Understanding 'Splitting Super'

By , 7 February 2012

Understanding 'Splitting Super'

Background

The law in relation to superannuation and family law changed dramatically in 2002 with the introduction of the Family Law Legislation Amendment (Superannuation) Act 2001.

Prior to December 2002, the options for dealing with superannuation were very limited and only allowed for either;

(a)      Deferring an Application for property settlement until the member’s superannuation became payable. (Courts were very reluctant to take this approach because it was often difficult to monitor or enforce and could result in the finalisation of the property settlement being delayed for several years), or

(b)     Adjusting the non-super assets between the spouses and treating the present value of the superannuation interest as a “financial resource”. (This often led to one party receiving very little of the assets and the other party receiving very little by way of retirement savings.)

Following the amendments, superannuation is now treated as ‘property’ and is able to be ‘split’ by agreement or court order. Whether or not a superannuation interest will in fact be split and in what proportions will depend upon the circumstances of the case. Potentially, the superannuation policy can be "split" in any percentage (it does not have to be 50/50) however a split does not mean a payout of the policy, rather it is a "rollover" of an interest. A fund of less than $5,000 cannot be split.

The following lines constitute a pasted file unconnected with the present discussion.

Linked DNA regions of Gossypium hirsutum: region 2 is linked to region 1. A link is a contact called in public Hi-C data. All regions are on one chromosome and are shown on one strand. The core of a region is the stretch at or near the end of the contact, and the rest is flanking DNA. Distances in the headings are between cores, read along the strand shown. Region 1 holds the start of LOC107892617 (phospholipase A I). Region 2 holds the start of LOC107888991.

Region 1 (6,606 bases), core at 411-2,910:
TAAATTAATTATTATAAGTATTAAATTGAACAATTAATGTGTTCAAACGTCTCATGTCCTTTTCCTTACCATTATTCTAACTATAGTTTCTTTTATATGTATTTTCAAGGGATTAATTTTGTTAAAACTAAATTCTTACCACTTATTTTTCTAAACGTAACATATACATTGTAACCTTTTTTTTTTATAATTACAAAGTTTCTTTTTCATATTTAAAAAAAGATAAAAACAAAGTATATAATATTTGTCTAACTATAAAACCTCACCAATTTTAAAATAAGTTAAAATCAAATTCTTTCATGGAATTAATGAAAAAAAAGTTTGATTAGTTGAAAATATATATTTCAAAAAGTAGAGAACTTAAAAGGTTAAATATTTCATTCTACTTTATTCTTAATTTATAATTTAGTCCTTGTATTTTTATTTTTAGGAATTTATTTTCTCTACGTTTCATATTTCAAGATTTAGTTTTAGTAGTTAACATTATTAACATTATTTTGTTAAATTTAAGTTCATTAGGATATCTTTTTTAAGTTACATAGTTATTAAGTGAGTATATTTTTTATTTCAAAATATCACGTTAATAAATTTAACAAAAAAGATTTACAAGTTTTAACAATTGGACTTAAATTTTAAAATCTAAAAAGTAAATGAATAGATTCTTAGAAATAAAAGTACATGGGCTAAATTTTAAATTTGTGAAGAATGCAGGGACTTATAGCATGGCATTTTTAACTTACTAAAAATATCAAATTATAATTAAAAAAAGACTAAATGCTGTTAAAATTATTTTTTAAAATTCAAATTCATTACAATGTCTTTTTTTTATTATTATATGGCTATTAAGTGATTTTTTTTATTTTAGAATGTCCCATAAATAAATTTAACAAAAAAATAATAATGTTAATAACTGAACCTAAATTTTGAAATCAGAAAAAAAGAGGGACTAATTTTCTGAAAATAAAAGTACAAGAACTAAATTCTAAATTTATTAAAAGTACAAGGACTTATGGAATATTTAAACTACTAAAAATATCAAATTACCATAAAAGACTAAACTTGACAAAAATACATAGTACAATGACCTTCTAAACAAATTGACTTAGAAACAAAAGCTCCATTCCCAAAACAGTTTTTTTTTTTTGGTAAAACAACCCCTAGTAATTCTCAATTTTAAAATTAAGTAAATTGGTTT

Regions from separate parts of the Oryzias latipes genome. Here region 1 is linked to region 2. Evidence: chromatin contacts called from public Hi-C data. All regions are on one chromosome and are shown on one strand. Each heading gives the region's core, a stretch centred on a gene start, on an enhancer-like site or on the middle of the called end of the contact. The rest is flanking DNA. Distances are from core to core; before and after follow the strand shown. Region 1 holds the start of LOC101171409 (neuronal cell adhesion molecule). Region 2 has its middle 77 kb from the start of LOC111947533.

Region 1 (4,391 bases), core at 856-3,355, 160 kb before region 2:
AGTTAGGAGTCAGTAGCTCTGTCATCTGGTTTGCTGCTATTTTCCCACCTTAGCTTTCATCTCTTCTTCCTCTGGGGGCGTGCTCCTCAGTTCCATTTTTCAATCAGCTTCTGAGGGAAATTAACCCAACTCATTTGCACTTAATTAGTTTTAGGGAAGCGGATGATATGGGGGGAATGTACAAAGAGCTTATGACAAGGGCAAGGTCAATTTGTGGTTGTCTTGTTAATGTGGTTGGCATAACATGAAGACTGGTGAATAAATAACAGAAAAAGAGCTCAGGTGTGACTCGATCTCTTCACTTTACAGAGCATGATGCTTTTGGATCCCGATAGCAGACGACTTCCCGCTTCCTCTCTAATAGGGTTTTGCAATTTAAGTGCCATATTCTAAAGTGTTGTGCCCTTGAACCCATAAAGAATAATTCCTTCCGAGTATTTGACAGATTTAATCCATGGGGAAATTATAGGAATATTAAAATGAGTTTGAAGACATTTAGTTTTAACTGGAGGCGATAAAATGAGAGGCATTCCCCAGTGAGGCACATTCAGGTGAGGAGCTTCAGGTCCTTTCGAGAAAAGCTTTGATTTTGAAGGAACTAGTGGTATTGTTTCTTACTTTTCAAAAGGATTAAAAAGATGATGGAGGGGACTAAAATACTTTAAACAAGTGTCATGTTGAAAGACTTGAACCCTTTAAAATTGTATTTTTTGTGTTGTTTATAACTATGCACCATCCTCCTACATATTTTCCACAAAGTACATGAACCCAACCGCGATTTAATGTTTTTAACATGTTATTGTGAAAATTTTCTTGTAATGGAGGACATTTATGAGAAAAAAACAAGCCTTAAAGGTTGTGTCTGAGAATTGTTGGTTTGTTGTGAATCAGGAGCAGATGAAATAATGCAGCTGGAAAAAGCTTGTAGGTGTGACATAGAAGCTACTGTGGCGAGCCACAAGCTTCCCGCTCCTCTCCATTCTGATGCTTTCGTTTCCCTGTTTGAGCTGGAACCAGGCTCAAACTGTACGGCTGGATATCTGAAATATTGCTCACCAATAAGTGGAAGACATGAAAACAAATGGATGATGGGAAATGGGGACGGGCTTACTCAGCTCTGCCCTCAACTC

Relevant factors for considering if a split should occur, include:

  • Whether there are children

  • If, by splitting the superannuation, the primary carer of the children will be able to keep the family home

  • The needs of the parties for cash and saleable assets

  • The value of all the property and the proportion of the property pool that is made up of superannuation

  • The type of super

  • The ages of the parties

  • The length of time before the parties can access their super

  • Any tax implications.

Types of Super

There are three main ‘types’ of superannuation funds:

  • Accumulation fund – a superannuation fund that provides benefits to members based on contributions and earnings, less fees (e.g. like a bank account balance).

  • Defined benefit fund – a superannuation fund in an eligible superannuation plan which provides benefits to members according to a formula set out in the trust deed. The formula usually takes into account the member’s length of service and final average salary.

  • Hybrid funds – a superannuation fund that is a combination of a defined benefit fund with an accumulation component.

Defined benefit interests are becoming less common and therefore most parties will be dealing with accumulation interests.

Other terms that parties should be familiar with when looking at superannuation include:

  • Growth phase –where no benefit has been paid in relation to the interest and no action has been taken by the member under the rules of the fund to cash in the benefit.

  • Payment phase – is defined as an interest that is not in the growth phase.